The other day I discovered our bathroom floor had become a lake. The Man of the House and I looked at each other accusingly.

In our panic we used the good towels to sop up the flood and hoped that the whole situation would self-correct. I finally had the bright idea to shut off the tap behind the toilet, but even this was a challenge. (Is it ‘righty tighty’ or do I close left, like the sink taps?)

Some jobs are best left to the pros.

The plumber showed up to announce that the leaking intake pipe needed replacing. I looked at him blankly.

“I’ll just replace that now and get out of here,” he said wearily.

While he took up his position coiled around the commode to replace the curvy pipe with a sort-of woven pipe-like thing, I peppered him with plumbing questions. I want to renovate, see. Can I move my sink? Can I put a washer-dryer in here? Can I get a bigger tub? He answered each specific with a general: “You gotta be careful about doing something like that.”

I hate these kinds of answers. I like answers like: “Smart idea!” and “You could do that yourself!”

Fifteen minutes later as he was attempting to leave I corralled him into the other bathroom. “What’s the deal here?” I asked, lifting the lid of the toilet tank. He peered in.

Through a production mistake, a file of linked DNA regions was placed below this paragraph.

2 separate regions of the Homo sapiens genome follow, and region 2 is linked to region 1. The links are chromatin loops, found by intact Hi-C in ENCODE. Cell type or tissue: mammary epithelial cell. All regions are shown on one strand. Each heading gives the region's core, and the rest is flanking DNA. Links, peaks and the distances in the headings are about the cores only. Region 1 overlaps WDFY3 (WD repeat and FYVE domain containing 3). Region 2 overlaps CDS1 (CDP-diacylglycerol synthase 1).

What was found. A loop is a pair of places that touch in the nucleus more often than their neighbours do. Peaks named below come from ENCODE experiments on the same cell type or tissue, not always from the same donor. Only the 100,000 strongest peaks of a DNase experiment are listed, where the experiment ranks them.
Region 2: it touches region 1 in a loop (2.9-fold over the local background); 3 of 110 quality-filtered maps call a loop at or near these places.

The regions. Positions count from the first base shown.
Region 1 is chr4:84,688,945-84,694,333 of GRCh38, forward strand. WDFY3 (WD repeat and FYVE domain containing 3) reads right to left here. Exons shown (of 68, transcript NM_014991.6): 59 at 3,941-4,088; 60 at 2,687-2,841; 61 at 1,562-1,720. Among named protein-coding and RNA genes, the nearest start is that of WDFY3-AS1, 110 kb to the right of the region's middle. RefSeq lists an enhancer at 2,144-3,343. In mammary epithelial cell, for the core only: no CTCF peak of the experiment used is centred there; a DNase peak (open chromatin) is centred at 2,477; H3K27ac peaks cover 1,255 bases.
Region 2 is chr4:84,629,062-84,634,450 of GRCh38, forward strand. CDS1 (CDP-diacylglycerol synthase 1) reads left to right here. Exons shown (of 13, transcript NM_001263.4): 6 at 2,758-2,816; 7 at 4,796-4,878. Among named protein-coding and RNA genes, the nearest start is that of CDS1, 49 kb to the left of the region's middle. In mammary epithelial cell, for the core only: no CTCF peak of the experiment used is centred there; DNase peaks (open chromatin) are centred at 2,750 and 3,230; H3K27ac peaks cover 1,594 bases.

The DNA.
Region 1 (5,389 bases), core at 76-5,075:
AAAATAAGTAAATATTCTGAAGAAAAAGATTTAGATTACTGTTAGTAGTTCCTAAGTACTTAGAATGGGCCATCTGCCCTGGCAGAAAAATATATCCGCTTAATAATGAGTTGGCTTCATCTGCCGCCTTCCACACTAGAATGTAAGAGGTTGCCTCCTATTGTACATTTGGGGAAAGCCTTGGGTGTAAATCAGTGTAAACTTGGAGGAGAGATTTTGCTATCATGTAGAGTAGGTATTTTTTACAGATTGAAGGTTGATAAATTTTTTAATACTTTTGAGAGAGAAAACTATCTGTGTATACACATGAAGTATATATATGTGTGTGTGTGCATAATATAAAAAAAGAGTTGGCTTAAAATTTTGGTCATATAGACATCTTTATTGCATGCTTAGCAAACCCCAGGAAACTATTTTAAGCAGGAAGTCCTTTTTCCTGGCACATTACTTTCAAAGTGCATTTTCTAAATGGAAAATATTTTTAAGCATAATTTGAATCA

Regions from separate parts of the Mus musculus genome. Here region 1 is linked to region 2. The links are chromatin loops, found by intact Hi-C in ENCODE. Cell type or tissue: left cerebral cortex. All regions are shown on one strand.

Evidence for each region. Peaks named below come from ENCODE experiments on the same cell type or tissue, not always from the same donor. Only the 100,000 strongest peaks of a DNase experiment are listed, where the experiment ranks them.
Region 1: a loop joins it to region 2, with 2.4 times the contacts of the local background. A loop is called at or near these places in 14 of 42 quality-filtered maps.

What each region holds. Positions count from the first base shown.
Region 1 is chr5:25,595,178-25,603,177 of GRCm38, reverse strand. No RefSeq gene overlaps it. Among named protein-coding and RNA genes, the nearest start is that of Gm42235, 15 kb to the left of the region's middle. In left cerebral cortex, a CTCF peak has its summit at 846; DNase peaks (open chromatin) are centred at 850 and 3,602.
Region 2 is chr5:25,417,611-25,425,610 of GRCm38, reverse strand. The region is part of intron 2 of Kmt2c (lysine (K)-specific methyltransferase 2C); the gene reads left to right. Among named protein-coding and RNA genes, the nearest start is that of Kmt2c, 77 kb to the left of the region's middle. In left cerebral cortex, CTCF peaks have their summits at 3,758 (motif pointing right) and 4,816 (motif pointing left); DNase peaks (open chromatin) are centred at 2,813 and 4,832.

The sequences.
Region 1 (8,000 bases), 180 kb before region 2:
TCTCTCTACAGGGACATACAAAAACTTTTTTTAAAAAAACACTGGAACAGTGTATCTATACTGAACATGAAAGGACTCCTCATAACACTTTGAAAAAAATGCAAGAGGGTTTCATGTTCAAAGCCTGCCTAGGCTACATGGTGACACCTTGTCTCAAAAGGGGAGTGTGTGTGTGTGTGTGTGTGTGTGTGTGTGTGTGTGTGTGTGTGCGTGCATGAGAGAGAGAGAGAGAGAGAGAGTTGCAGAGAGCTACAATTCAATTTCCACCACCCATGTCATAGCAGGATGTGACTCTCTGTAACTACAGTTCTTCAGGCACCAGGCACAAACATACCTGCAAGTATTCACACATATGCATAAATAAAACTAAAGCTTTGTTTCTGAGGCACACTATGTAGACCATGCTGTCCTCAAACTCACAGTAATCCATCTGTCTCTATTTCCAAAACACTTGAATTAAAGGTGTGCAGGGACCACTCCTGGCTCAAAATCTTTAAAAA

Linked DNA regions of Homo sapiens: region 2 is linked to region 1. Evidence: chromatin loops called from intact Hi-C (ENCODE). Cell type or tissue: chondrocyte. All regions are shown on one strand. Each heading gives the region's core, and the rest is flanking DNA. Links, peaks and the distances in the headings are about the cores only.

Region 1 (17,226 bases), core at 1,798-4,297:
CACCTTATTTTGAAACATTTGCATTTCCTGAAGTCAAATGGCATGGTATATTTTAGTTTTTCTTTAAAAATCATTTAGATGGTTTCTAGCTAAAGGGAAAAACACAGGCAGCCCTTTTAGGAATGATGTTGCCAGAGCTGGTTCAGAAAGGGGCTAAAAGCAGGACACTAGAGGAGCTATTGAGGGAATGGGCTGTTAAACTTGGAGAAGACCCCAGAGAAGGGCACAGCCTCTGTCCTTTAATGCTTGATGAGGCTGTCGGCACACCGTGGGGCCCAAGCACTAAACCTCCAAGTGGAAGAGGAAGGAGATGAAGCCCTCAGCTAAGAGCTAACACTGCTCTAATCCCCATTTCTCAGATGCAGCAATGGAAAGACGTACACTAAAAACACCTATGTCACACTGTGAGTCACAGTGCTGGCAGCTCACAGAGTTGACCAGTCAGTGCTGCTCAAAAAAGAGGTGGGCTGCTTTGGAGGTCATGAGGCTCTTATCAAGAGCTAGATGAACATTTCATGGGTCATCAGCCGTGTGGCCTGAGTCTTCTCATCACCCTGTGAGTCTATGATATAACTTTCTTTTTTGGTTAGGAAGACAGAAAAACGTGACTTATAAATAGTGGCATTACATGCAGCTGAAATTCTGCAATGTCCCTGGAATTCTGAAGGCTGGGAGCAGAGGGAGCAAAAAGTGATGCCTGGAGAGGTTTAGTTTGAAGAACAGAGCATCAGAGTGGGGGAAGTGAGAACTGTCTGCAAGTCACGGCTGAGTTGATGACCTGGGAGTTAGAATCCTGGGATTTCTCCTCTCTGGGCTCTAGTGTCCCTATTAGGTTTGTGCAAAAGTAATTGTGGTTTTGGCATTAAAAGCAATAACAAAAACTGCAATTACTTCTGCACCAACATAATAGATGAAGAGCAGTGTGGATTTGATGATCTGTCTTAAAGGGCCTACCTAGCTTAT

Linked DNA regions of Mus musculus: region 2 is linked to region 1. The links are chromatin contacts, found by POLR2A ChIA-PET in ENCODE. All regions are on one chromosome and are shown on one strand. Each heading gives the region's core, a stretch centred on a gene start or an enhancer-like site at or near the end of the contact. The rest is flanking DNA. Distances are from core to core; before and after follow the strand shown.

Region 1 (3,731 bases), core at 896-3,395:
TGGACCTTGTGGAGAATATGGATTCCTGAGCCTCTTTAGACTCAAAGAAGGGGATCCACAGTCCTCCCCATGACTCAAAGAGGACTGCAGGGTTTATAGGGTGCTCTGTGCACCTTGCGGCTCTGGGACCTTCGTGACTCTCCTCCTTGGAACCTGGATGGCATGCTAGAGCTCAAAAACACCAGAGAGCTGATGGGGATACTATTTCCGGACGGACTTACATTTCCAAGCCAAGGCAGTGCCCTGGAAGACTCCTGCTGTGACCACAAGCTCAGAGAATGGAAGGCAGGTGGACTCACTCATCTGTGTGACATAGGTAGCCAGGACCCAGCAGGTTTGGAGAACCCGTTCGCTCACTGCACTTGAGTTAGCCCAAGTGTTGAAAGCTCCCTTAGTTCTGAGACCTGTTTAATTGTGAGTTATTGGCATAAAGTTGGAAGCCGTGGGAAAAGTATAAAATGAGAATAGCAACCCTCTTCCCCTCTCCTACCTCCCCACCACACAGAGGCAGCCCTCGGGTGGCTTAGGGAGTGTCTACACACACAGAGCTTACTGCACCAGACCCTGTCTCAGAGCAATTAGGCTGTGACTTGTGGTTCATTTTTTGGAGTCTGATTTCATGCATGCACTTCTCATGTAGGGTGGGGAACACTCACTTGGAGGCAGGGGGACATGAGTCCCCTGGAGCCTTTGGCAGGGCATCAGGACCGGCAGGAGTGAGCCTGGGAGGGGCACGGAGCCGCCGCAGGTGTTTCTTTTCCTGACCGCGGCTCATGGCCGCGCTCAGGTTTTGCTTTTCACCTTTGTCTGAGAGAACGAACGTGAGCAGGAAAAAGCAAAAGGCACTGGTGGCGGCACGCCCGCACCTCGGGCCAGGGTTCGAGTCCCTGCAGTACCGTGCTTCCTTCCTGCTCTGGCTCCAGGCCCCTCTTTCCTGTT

“It’s your ball-cock,” he said. (I’m not making this stuff up.) “It’s dripping there. You need a Fluid Master fill valve.” You could do it yourself, he said. I tried to imagine the Man of the House and me wandering the Home Depot plumbing-parts aisle, ball-cock in hand.

I would also need an exotic-sounding wrench and would have to be careful not to crack the tank in the process.

His $200 bill was a small price to pay for household peace. The moral: It’s tempting to go it alone when it comes to fixing what needs fixing but it pays to call the pros. And these days, they could use the good work they’re trained to do.

Those who live in apartment complexes can call their property manager to find the services they use for building repairs.

Otherwise, ask those you trust for recommendations.

For extra reassurance, check the Better Business Bureau ( to see if the company you’re considering has been flagged.

Carlyn Yandle is a Vancouver journalist with her own room-planning business, Home Reworks;